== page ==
Unfortunately, many Christians have become too busy to be hospitable. Some churches of well over 100 people have trouble filling a meal list for a visiting evangelist. There is little visitation between brethren in some congregations. Visitors to the worship services sometimes perceive the lack of affection and never return. How much different would the visitor’s reaction be if some brother invited him into his home?
7. Forgiveness. Brotherly love is shown by one’s willingness to forgive those who sin against him. Peter said, “And above all things have fervent charity among yourselves: for charity shall cover the multitude of sins” (1 Pet. 4:8).
Enemies of Brotherly Love
If we can identify expressions of brotherly love, we can also identify some of its enemies. Consider these:
1. Selfishness (Phil. 2:3-4). Sometimes brethren become so wrapped up in the affairs of their own life that they neglect everyone and everything else. Sometimes they make up for their lack of interest in their brethren by practicing 44proxy” religion – “I don’t have time for you but here is $20 to solve your problem! ” Brotherly love takes time and effort, a willingness to put others’ needs above our own.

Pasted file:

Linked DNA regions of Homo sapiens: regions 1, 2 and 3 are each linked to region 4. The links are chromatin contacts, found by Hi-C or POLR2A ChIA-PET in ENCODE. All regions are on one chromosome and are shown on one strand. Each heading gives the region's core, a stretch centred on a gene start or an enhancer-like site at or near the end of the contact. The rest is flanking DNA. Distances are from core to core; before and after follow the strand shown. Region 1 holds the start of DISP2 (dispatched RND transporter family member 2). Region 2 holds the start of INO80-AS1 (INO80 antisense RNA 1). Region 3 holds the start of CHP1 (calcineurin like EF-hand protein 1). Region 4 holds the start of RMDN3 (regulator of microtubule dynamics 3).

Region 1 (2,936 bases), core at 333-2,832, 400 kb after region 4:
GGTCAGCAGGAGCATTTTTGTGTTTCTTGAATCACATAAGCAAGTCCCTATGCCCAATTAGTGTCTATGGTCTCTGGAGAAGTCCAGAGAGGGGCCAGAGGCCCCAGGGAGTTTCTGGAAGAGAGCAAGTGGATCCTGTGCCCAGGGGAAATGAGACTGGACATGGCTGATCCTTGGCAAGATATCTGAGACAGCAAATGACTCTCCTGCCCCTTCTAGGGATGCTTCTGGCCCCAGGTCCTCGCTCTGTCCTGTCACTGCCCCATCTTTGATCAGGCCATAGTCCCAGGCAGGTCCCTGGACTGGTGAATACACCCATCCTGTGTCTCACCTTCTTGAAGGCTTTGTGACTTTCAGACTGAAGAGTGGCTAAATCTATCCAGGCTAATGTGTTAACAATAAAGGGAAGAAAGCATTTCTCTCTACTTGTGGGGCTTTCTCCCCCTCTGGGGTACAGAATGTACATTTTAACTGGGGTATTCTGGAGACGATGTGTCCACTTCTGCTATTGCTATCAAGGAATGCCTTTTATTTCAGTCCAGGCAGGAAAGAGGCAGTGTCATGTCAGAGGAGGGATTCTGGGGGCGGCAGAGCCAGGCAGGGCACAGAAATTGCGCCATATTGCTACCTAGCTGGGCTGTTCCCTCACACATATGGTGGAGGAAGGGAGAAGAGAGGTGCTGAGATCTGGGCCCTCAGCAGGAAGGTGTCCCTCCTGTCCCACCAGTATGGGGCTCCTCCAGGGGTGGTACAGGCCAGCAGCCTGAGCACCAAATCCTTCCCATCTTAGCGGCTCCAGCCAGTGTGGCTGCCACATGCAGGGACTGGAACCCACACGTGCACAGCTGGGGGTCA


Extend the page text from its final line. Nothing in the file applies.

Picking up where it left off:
2. Indifference. When a person reaches the condition that he does not care about his brother, he lacks brotherly love. Someone has said that the greatest enemy of brotherly love is not hatred but indifference.
3. Bitterness, anger, malice, and hatred (Rom. 1:29; Eph. 4:32). When a brother reaches a condition of having enmity toward his brother, he is treading on exceedingly dangerous ground. John wrote, “If a man say, I love God, and hateth his brother, he is a liar: for he that loveth not his brother whom he hath seen, how can he love God whom he hath not seen? And this commandment have we from him, That he who loveth God love his brother also” (1 Jn. 4:20-21).
There is a joy which a person receives from brotherly love. We need to learn the joy of serving, the joy of having God’s approval, the joy of being thanked for a kind deed, the joy of being loved, and the joy of watching a loving group of Christians grow in number and spirit.
Guardian of Truth XXXVI: 21, pp. 642, 663
November 5, 1992